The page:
Hoping to raise awareness, Pennsylvania State University this week will hold a two-day conference on child sex abuse, coming nearly one year after the release of the blistering grand jury presentment outlining child rape and molestation by its former assistant football coach. Keynote speakers include Elizabeth Smart, the Utah teen who was kidnapped, raped and...
PHILADELPHIA — Hoping to raise awareness, Pennsylvania State University this week will hold a two-day conference on child sex abuse, coming nearly one year after the release of the blistering grand-jury presentment outlining child rape and molestation by its former assistant football coach.
Keynote speakers include Elizabeth Smart, the Utah teen who was kidnapped, raped and held for months, and boxing great Sugar Ray Leonard, who also suffered sex abuse as a child.
Experts will discuss the effect of abuse, the best and latest in treatment and prevention, the use of the Internet by pedophiles and other topics during the event, which begins Monday at the Penn Stater Hotel.
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More than 500 faculty, students, law enforcement, child-care workers and others registered to attend the event, which sold out faster than any other conference in Penn State’s history, said Kate Staley, co-developer of the conference and a clinical child psychologist at Penn State.
Much of the event will be live-streamed, archived and available through the university’s website for free.
Organizers hope to raise awareness of the prevalence of child sex abuse and educate and inspire people to act. “We really wanted to engage people’s hearts,” as well as their minds, Staley said.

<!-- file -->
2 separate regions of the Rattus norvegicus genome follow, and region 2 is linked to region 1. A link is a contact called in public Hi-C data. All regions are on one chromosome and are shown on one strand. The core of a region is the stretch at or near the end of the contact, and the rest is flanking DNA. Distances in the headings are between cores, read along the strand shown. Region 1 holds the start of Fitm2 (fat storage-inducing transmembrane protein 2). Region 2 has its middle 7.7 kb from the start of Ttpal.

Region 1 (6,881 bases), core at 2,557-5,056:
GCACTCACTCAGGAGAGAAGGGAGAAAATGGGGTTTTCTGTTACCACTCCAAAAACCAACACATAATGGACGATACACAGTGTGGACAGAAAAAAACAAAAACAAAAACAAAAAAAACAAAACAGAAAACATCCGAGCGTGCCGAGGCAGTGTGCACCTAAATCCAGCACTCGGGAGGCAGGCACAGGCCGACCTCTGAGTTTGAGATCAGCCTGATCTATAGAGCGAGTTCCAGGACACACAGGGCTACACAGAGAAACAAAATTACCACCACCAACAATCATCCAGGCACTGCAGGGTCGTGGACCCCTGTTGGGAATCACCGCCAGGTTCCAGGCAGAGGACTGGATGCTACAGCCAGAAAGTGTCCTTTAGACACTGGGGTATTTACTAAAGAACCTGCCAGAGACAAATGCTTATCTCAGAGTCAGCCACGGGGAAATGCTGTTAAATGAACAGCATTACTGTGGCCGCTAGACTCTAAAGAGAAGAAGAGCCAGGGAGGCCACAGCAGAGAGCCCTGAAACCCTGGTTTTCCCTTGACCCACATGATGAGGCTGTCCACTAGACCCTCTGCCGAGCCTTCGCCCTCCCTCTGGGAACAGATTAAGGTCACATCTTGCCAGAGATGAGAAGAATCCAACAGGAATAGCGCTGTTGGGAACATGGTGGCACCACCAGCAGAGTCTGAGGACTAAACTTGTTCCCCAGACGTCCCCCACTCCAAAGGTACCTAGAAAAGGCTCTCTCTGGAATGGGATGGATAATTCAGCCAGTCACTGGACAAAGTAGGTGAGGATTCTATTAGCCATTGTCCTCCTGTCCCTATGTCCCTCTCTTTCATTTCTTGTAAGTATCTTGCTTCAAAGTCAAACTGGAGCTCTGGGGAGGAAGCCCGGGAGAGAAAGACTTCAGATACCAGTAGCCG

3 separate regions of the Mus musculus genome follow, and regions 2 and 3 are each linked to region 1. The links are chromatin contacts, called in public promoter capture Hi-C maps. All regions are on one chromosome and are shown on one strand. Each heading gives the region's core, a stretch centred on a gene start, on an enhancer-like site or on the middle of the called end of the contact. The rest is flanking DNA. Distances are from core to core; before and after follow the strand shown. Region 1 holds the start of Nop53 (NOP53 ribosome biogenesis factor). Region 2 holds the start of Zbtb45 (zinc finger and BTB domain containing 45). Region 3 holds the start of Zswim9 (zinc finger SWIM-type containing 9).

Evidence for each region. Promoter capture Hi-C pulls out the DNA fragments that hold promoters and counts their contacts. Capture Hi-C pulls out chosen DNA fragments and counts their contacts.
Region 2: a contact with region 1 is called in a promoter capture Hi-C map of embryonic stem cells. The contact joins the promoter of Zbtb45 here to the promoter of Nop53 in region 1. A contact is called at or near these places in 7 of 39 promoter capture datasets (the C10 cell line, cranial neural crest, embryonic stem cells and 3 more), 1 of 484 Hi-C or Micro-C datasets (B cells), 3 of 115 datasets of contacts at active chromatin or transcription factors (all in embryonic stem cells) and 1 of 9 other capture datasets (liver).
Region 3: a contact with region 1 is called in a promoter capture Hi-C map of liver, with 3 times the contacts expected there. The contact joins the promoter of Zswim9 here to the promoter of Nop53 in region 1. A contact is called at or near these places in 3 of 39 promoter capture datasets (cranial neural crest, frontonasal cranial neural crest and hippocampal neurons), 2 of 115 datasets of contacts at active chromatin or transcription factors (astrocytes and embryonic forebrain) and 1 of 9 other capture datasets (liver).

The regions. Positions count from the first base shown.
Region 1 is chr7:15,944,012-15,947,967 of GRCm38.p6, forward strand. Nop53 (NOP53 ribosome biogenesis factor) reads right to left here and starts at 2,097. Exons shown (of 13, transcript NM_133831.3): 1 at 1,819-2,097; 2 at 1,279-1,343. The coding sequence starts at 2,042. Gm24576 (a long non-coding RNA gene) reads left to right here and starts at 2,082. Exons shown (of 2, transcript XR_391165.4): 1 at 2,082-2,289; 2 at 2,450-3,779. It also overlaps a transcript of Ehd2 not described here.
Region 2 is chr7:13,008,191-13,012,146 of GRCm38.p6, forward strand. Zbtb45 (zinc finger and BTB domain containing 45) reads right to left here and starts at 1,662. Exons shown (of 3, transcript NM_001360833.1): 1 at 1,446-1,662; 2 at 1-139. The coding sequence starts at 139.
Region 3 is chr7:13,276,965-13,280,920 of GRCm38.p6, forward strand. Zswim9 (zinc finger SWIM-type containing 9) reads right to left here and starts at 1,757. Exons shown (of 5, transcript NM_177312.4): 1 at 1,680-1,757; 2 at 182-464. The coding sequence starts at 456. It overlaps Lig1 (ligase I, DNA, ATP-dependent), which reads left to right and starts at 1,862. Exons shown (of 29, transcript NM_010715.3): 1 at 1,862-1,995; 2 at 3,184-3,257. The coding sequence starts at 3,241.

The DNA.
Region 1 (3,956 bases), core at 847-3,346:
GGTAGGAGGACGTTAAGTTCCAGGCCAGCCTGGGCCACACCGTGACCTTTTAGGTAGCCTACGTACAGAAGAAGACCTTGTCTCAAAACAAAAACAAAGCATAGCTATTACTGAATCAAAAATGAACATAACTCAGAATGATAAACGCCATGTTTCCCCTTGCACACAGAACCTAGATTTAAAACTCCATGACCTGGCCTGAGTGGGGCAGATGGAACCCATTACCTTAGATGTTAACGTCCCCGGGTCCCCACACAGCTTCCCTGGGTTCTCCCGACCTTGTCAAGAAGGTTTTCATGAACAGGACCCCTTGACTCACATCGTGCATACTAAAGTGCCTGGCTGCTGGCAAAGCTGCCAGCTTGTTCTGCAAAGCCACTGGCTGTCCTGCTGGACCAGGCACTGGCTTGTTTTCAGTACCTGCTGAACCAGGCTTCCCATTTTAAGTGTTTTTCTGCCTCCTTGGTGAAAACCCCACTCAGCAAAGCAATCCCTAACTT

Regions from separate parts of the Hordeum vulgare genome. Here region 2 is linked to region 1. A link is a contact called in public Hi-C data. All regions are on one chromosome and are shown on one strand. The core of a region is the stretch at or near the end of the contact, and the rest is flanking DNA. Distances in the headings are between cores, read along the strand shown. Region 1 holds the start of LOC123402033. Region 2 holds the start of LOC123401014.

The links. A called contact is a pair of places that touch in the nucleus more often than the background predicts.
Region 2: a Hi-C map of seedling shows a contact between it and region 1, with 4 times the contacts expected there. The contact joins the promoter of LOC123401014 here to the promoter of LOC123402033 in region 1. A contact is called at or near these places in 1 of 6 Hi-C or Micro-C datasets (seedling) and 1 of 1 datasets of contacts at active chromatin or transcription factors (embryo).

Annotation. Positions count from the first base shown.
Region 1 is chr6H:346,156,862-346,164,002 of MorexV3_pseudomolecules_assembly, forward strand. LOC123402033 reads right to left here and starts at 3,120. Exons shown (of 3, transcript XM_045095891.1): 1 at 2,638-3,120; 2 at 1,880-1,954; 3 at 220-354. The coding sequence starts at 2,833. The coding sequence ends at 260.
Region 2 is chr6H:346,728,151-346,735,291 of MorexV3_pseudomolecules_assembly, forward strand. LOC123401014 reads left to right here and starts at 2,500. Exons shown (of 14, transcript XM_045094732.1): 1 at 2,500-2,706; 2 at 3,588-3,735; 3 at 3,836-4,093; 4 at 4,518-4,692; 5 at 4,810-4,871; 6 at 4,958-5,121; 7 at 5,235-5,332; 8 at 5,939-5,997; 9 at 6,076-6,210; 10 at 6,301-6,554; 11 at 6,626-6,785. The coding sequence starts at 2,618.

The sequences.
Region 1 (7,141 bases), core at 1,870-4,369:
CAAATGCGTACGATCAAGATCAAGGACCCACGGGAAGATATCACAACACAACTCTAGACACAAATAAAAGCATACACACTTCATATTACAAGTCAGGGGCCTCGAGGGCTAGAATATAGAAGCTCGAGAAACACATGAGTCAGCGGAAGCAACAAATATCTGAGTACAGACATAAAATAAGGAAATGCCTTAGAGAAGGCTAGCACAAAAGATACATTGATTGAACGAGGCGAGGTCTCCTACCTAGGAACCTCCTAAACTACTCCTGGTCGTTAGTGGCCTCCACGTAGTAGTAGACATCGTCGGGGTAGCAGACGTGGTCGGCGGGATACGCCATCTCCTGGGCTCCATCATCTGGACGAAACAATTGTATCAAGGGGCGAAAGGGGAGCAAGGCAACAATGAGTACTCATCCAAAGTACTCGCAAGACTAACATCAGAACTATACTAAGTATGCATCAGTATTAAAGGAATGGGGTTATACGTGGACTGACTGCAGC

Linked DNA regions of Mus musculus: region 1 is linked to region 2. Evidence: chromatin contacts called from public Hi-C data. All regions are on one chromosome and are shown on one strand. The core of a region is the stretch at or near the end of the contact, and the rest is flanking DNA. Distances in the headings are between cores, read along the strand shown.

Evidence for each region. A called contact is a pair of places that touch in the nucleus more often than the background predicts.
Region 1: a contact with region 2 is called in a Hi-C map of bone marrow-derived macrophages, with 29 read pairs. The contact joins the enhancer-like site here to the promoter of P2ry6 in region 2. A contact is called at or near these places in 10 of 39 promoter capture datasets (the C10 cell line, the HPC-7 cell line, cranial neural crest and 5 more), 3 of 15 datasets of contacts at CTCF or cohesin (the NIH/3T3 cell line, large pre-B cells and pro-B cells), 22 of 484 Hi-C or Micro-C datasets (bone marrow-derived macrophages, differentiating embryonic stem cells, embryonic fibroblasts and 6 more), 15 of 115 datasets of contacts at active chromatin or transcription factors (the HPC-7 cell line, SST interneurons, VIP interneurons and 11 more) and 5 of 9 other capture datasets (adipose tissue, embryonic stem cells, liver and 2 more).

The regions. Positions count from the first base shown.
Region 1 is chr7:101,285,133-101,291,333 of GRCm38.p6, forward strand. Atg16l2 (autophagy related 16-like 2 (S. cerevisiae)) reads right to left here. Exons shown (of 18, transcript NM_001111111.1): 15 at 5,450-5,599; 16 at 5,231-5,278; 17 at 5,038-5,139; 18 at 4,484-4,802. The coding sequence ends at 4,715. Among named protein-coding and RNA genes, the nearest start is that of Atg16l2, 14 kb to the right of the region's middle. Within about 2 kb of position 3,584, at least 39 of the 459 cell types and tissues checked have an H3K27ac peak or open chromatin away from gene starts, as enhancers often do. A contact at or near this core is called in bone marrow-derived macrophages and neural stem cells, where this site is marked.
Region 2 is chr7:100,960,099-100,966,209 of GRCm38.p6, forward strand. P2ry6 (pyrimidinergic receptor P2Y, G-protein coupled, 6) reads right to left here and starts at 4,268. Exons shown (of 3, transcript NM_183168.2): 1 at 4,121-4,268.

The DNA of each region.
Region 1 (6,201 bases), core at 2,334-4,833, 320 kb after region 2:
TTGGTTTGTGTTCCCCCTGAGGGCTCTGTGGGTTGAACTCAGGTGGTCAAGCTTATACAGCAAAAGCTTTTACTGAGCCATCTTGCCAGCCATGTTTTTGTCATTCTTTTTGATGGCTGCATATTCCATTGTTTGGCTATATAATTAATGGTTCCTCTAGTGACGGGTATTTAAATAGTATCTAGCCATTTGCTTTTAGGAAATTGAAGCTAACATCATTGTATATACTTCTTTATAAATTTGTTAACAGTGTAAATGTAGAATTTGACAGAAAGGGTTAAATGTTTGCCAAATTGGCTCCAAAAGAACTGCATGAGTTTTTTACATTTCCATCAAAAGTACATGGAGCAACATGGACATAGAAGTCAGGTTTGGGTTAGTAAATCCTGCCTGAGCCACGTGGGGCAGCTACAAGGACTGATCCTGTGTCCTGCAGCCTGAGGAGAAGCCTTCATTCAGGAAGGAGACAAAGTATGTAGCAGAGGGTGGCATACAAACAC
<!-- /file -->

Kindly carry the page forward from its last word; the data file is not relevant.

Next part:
The university on Sunday night also will host a free event open to the public featuring three child-sex-abuse survivors, including Democratic state Rep. Louise Williams Bishop, who revealed last November in the Capitol Rotunda her abuse by her stepfather at age 12.
The conference again will foist Pennsylvania’s flagship university into the national limelight — this time, officials hope, for a good reason.
“It’s really to engage a national network of experts,” said Penn State President Rodney Erickson. “We said early on … Penn State would become a leader and do its part to raise awareness of this issue and to assist in efforts to prevent, to treat and raise awareness of the problem of child sexual abuse.”
Much has happened at the university since the grand-jury testimony in explicit detail described how Jerry Sandusky sexually abused young boys he met through the Second Mile, a charity he founded for underprivileged youth.
Sandusky, 68, was sentenced to a minimum of 30 years in prison this month for assaults on 10 young boys.
Both former Penn State President Graham Spanier and iconic football Coach Joe Paterno were forced out of their jobs over accusations that they failed to act on earlier allegations. Paterno later died of cancer. The university’s suspended athletic director Tim Curley, and ex-vice president Gary Schultz are scheduled to go on trial in January for allegedly lying to the grand jury and failing to report allegations.
And the university is still reeling from the National Collegiate Athletic Association’s sweeping sanctions.